Before I began working for PDQ America in White Oak, TX, I must admit that I was among the many Americans who take professional truck drivers for granted.
I had never thought about what it took for my morning cup of coffee to make it into my mug. I didn’t fully appreciate how the clothes I perused at my favorite stores made it to the racks.
However, after spending some time blogging and learning about this industry and the drivers who are literally moving America forward, I must say I have a whole new appreciation for the 3.5 million hardworking truckers who make it possible for us to have the everyday necessities we often take for granted.
Professional truck drivers deliver all of the essentials, from food, to medicine, to clothing and more, and this industry contributes $738.9 billion in revenue to our economy per year, according to a recent Fox News article.
However, these men and women are often underappreciated for what they do. This is why we celebrate truckers during National Truck Driver Appreciation week, September 9-15.
Although you might notice freight being moved every day on your commute to and from work, or on your way to pick up the kids from school, did you know that 80 percent of communities depend on trucking alone for delivery of goods? These communities are experiencing slower delivery times and higher-priced goods because of the truck driver shortage.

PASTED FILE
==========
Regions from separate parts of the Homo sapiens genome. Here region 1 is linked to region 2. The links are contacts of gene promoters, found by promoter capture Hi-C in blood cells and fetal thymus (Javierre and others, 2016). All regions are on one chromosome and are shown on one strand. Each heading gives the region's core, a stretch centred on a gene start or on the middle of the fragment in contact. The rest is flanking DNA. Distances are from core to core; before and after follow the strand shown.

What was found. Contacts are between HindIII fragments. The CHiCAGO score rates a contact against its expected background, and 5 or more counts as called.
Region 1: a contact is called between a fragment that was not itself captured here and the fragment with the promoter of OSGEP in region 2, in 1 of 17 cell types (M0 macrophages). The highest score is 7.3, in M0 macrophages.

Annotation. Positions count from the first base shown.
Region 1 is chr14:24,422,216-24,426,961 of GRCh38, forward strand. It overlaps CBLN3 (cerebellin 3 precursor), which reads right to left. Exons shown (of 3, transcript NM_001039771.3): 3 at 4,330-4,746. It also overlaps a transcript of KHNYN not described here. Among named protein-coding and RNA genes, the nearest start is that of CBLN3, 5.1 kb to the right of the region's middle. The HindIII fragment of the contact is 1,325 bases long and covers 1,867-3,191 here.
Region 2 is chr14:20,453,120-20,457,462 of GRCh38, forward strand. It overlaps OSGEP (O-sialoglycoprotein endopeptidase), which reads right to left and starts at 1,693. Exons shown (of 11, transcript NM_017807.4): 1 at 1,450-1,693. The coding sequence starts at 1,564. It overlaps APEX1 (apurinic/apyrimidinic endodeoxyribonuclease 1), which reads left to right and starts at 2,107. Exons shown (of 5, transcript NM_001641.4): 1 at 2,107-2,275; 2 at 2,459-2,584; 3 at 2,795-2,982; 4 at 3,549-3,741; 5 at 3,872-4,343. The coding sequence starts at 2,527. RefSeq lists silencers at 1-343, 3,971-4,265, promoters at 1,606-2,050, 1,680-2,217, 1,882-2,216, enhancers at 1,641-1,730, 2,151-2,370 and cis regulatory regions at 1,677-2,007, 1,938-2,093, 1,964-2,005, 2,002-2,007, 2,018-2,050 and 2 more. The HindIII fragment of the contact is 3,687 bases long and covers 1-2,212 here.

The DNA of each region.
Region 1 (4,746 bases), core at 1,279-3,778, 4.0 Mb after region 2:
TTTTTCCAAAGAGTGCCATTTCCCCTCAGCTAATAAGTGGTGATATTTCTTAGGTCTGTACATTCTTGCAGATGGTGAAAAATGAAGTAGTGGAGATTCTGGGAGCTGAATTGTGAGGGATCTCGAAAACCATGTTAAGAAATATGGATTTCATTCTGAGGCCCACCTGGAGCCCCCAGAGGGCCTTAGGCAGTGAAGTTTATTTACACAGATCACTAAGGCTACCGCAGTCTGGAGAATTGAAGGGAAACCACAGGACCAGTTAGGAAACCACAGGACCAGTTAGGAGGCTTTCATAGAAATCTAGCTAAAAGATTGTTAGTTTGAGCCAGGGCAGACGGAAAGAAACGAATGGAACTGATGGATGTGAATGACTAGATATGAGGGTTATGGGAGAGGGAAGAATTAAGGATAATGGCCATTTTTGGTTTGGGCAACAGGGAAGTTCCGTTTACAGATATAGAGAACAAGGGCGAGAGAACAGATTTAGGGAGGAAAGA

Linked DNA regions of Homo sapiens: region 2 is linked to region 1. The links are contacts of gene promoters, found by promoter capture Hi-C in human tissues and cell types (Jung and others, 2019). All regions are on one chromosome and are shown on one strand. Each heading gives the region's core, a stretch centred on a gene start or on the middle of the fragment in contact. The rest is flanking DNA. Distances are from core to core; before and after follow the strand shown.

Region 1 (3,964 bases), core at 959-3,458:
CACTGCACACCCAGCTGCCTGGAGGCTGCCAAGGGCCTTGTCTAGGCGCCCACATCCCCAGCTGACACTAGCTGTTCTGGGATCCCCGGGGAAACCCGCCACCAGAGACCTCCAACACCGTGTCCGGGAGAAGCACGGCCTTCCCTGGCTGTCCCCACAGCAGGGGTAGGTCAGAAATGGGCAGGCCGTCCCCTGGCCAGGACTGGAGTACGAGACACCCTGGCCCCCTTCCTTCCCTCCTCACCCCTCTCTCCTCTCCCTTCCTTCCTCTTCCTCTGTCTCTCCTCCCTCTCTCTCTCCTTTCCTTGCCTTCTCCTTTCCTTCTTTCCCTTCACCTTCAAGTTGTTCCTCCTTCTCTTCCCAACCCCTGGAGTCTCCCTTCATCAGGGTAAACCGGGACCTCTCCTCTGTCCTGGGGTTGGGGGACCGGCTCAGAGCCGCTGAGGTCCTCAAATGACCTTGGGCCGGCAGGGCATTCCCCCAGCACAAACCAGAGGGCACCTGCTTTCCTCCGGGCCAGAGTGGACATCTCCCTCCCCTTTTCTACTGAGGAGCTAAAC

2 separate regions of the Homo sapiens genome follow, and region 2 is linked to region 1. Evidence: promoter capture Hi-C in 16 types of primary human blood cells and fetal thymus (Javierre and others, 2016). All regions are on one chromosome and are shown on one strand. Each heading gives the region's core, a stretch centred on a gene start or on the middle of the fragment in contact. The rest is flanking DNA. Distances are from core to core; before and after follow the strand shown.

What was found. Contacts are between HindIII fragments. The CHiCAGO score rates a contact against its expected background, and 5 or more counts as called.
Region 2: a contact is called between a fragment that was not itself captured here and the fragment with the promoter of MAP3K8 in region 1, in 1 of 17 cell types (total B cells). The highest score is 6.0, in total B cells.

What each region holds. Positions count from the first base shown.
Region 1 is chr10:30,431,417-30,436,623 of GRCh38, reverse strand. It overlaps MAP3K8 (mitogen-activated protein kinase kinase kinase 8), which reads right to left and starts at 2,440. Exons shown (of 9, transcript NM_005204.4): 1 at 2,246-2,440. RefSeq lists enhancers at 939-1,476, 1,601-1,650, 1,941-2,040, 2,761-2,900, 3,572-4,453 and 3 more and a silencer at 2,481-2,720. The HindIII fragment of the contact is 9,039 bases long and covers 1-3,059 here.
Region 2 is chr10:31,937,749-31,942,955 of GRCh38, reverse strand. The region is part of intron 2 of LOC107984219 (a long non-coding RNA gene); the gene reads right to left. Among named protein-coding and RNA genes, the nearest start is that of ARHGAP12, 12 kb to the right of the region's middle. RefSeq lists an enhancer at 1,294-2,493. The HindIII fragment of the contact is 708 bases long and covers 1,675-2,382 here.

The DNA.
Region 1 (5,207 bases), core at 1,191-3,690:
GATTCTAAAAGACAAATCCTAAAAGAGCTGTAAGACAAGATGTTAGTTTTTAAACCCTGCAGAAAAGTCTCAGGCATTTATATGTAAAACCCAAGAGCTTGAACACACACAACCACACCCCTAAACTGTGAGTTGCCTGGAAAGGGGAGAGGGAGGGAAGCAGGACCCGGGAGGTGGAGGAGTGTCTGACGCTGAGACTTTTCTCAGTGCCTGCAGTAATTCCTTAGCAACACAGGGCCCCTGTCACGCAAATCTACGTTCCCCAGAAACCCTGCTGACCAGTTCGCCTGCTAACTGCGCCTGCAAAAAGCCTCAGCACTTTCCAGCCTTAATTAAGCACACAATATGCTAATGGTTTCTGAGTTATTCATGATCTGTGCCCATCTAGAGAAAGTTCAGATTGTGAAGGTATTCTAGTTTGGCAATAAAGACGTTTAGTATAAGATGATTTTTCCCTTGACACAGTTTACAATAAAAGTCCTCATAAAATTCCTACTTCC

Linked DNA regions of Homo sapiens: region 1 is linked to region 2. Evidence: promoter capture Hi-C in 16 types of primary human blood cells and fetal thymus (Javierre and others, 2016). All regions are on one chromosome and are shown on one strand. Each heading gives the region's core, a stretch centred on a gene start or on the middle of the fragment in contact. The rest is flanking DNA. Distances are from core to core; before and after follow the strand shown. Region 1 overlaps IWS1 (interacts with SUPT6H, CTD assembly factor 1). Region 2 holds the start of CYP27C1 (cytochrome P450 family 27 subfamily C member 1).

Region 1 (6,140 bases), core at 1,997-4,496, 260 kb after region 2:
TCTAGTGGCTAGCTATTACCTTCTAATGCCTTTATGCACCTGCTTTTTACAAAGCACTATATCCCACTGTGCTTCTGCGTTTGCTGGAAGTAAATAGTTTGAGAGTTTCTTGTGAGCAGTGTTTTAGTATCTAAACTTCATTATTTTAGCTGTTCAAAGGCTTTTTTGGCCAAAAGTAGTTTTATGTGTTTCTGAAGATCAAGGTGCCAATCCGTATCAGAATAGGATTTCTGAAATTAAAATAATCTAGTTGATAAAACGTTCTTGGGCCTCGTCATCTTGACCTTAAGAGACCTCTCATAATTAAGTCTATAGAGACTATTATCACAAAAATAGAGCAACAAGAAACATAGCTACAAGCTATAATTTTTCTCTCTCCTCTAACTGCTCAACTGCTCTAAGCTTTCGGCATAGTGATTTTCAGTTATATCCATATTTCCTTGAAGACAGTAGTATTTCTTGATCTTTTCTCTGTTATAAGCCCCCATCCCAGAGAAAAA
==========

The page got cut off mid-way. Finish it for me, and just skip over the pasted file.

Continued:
While this driver shortage can be just as inconvenient for the trucking industry as it is for the communities they serve, just imagine the issues our country would face without truck drivers! No much-needed deliveries of goods to hospitals, businesses, or schools… our economy would be in serious trouble.
Our economy depends on professionals like Gilbert Lopez, who drives for PDQ America and has been a truck driver for about a year.
Gilbert began driving for PDQ America in July, and says he became a truck driver because he wanted a change of scenery, literally.
“I wanted to travel around and see the countryside,” he said. “I’ve enjoyed meeting different people and seeing the different environments and sceneries of the areas where I’ve been.”
One particular town has stood out to Gilbert during his travels.
“There’s a small town called Ridgeway, around the Appalachian Mountains, with probably less than 10,000 people, but it’s beautiful,” he said. “It’s a small, authentic, old town, and the people were so friendly as well.”
While he enjoys the scenic views this job offers, Gilbert said one of the most difficult aspects of his job is staying focused and on alert while on the road.
One thing that surprised Gilbert when he entered the truck driving profession about a year ago is the scarcity of parking.
“It’s kinda like a hotel, trying to find a safe place to park and be comfortable where you stay, finding a truck stop,” he said. “It’s overcrowded because it’s a big industry.”
Before I began blogging for PDQ America, I had never realized the struggles professional truck drivers face every day, and how underappreciated they can sometimes be.
From having to remain constantly vigilant on the road, to struggling to find parking, to dealing with electronic logging devices and missing time at home with family, truck drivers go through a lot to keep America moving.
And for that, I’m grateful.